Market pundits have been shaking their heads over the meteoric rise of Chinese stocks, which broke through the 4,000 point level on the benchmark Shanghai Composite Index for the first time Wednesday.
By standard measures like price-earnings ratios, Chinese markets appear to be at dangerously giddy heights, but many Chinese investors rely on another metric to guide their investment decisions - one based on the price of pork.
Calculations like PE have proved to be too complicated for Chinese investors, mostly first-time buyers, more than a few as illiterate as the 60-year-old cleaning lady in the city of Chongqing who has recently become a media darling for her success in picking stocks.
PE ratios are also dismissed by many Chinese stock analysts as failing to reflect the unique development of the country's economy and stock markets.
By that metric, the domestic A-shares market looks perilously inflated, trading at a lofty 40 times earnings. (The last time the market collapsed into a long swoon in 2001, the PE ratio stood at 60.)
Instead, many Chinese use a more homely tool - call it the price-to-pork ratio.
The method compares share prices to the retail market price of pork, the most common meat staple in China.
Pork is currently selling for about 8 yuan ($1.04) per jin, a traditional Chinese weight unit that is equivalent to 1.1 pounds. Any stock cheaper than a jin of pork is considered a decent buy.
By that yardstick, many Chinese stocks look far from expensive.
According to a popular Chinese investment Web site run by Panorama Network, as of Thursday there were 83 stocks cheaper than pork, and as many as 315 stocks close to that level, changing hands at below 10 yuan ($1.30).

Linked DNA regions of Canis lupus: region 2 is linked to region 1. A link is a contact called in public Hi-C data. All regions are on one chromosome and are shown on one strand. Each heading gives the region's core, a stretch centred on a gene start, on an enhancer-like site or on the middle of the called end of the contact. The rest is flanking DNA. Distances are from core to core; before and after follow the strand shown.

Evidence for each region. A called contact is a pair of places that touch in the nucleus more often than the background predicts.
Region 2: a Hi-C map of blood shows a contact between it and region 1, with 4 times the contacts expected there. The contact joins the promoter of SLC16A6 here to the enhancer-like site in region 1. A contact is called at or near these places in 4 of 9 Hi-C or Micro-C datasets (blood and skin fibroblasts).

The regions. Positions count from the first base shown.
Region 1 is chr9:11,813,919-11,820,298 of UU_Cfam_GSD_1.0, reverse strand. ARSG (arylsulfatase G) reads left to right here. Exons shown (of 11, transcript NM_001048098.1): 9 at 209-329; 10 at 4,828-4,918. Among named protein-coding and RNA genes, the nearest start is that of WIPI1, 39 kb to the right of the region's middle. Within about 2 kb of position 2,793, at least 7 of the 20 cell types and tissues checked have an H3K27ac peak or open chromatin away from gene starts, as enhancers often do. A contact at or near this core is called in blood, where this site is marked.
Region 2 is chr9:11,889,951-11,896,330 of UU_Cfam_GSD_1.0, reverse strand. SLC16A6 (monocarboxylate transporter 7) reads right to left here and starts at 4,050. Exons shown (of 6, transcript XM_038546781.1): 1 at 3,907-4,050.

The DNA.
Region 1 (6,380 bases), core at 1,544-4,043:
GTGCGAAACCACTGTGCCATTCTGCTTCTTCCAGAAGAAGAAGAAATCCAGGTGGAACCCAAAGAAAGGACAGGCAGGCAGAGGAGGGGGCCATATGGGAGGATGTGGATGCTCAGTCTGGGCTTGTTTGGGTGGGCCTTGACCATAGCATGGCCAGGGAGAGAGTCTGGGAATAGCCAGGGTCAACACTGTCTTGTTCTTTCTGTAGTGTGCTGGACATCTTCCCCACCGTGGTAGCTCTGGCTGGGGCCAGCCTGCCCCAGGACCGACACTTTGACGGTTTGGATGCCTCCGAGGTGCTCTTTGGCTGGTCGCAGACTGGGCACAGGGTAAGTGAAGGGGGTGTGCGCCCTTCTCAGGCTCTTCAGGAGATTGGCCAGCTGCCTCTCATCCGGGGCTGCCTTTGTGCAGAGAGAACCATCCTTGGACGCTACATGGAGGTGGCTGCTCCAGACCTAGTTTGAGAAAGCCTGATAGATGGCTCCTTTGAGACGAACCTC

That is close to a quarter of all stocks on the Shanghai and Shenzhen exchanges.
Comparing stock prices to pork may not be as crazy as it initially sounds. A key factor behind the great migration of Chinese savings from bank accounts to the stock market in the last year has been the rise in inflation, which has been fuelled in part by a climb in food prices.
Retail prices for pork have almost doubled in the last 12 months to an all-time high, and May is normally considered a slow season for pork.
With inflation running at 3.3 per cent and savings accounts paying 2.79 per cent in interest, Chinese are effectively losing money on their bank deposits, the main form of investment in a country where the financial markets are in a fledgling state.
Hence, money has continued to pour into stocks, fueling an extraordinary rally that has seen the Shanghai benchmark index soar 50 per cent so far this year despite repeated official warnings, including recent comments by central bank governor Zhou Xiaochuan that he was concerned that there was a bubble.
In a country with a population of 1.3 billion, the number of stock trading accounts is nearing the 100 million mark. As of Wednesday, there were close to 93.9 million accounts, though as many as 20 per cent could be dormant.
Wednesday's rise was particularly spectacularly.
The Shanghai Composite Index reached 4,013.09 points, even as the Shenzhen Stock Exchange warned board directors and management at listed companies not to buy into their own shares.
The Shanghai Composite Index closed the morning session Thursday up 30.98 points at 4,044.06.
Many Chinese investors believe it could double in short order to 8,000 points.